Like those minuscule fish, fried whole? "I can't eat those because the eyeballs are in them, but they're a real delicacy there. Gambas ajilo, which is shrimp with garlic, is a type of fish I love. The best places for tapas are on Cava Alta and Cava Baja streets: La Tasca de Jesus and Juana la Loca."

Okay, so what are some of Madrid's can't-miss sights? "Definitely the Prado Mu­seum. It is just massive, and they have the most incredible old master Spanish paintings in there. Velázquez and El Greco, they are just so full of power. Reina Sofía is a more contemporary museum, more modern. Just walking, especially in the old section of Madrid, is amazing. They have great shops there, and they have this sort of Main Street [Calle Gran Vía] where they have those stores you would find in any European city or New York. I love walking down that street and just watching all the people shop. There is a big Starbucks there that just opened that people are getting into."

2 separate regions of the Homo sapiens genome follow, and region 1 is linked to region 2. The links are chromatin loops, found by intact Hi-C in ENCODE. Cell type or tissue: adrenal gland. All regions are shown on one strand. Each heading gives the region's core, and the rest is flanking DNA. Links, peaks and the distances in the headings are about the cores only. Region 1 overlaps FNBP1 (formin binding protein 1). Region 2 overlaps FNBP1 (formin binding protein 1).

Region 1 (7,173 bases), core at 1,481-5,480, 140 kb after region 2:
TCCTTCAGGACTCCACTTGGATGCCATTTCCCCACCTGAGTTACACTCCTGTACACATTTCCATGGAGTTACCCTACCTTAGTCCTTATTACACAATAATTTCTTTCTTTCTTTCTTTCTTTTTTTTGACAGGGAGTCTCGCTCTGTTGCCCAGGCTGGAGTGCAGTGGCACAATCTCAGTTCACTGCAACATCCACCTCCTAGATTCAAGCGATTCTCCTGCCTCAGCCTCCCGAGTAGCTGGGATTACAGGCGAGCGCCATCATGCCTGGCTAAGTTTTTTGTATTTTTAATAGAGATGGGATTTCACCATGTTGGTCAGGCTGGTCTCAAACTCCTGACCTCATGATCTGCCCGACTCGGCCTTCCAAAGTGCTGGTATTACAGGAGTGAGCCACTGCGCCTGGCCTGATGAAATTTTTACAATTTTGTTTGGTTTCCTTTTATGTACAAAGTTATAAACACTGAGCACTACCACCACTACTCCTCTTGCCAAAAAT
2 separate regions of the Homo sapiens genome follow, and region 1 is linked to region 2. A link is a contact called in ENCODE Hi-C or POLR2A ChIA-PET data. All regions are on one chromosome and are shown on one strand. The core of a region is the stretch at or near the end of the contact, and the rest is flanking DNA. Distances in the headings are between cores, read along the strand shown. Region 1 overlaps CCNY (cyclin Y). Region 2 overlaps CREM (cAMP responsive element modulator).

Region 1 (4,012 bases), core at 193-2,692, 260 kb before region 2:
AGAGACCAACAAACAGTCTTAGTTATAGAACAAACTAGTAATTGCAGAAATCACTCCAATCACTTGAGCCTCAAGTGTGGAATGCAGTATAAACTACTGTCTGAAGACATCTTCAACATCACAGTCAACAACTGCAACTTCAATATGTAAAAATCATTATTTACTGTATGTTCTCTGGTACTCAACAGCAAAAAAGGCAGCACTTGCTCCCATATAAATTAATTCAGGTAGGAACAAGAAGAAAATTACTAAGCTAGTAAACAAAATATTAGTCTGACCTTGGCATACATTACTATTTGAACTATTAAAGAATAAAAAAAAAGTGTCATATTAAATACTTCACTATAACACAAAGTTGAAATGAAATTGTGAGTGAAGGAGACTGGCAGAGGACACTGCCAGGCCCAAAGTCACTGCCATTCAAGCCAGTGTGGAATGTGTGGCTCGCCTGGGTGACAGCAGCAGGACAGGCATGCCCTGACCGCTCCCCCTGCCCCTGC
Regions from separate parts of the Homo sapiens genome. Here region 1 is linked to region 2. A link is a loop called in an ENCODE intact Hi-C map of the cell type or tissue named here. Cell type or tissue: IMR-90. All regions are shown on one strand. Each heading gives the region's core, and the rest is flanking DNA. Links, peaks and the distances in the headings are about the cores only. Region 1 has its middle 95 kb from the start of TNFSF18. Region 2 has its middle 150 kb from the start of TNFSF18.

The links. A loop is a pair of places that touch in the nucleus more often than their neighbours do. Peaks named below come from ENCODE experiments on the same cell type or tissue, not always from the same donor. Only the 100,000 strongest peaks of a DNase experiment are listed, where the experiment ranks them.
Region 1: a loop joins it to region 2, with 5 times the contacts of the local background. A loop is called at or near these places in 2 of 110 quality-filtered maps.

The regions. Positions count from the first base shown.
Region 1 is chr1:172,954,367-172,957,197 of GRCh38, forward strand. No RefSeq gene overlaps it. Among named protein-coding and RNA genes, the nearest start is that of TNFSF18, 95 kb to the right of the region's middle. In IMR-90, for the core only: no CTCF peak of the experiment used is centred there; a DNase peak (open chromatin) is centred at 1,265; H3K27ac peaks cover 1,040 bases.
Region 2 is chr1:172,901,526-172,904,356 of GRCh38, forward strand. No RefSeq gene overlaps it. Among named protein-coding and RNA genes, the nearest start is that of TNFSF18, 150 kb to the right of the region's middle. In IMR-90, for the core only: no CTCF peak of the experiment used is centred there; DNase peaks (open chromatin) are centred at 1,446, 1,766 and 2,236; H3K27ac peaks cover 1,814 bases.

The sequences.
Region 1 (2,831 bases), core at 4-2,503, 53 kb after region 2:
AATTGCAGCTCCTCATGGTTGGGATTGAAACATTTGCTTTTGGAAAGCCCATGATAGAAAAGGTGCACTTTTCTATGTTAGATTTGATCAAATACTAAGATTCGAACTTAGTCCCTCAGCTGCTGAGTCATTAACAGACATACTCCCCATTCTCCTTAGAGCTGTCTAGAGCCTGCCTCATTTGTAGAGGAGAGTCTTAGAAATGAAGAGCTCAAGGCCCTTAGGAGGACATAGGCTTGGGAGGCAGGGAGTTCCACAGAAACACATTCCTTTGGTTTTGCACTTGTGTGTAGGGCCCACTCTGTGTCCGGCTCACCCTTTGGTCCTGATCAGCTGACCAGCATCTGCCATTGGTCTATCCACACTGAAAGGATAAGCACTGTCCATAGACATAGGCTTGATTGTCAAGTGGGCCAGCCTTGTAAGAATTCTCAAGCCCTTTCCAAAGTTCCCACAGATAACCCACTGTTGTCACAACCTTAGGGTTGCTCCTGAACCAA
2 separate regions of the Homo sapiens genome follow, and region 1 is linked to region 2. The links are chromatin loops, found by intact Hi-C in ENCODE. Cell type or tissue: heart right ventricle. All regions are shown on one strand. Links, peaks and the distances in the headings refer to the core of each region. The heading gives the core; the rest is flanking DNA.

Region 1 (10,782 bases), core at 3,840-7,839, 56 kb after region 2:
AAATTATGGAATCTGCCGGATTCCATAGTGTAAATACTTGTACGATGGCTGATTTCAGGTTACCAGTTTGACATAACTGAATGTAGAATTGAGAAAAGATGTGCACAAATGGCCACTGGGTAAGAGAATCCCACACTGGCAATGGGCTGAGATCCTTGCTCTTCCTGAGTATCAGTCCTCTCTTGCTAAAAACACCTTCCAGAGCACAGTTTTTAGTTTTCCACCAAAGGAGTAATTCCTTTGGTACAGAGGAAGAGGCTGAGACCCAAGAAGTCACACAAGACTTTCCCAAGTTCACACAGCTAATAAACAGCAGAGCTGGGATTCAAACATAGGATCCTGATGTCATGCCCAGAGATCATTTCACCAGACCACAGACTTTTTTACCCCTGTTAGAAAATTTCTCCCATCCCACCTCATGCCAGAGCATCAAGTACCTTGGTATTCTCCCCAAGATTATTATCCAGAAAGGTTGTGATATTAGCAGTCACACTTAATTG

Have you been? Is it like the ones in L.A.? "It is exactly like the ones in L.A. It's a surreal experience. Because you're in Spain, and Spain is a country that is really always into itself. For example, they're never really interested in what anyone else is doing fashionwise or foodwise. Everyone else in the world could be wearing boot-cut jeans and they'll be wearing tapered jeans. It takes forever for trends to work their way in. They have an incredible culture - ­they don't need to really change it. They are all happy people and, for the most part, it is very contented. It's not subject to trendiness at all. It's like you can never find in Madrid the super-cool, cutting-edge cafe that you can in Paris or the Lower East Side of Manhattan. It is just a different vibe. Then you go into Starbucks and it's literally like you're in L.A. It's funny."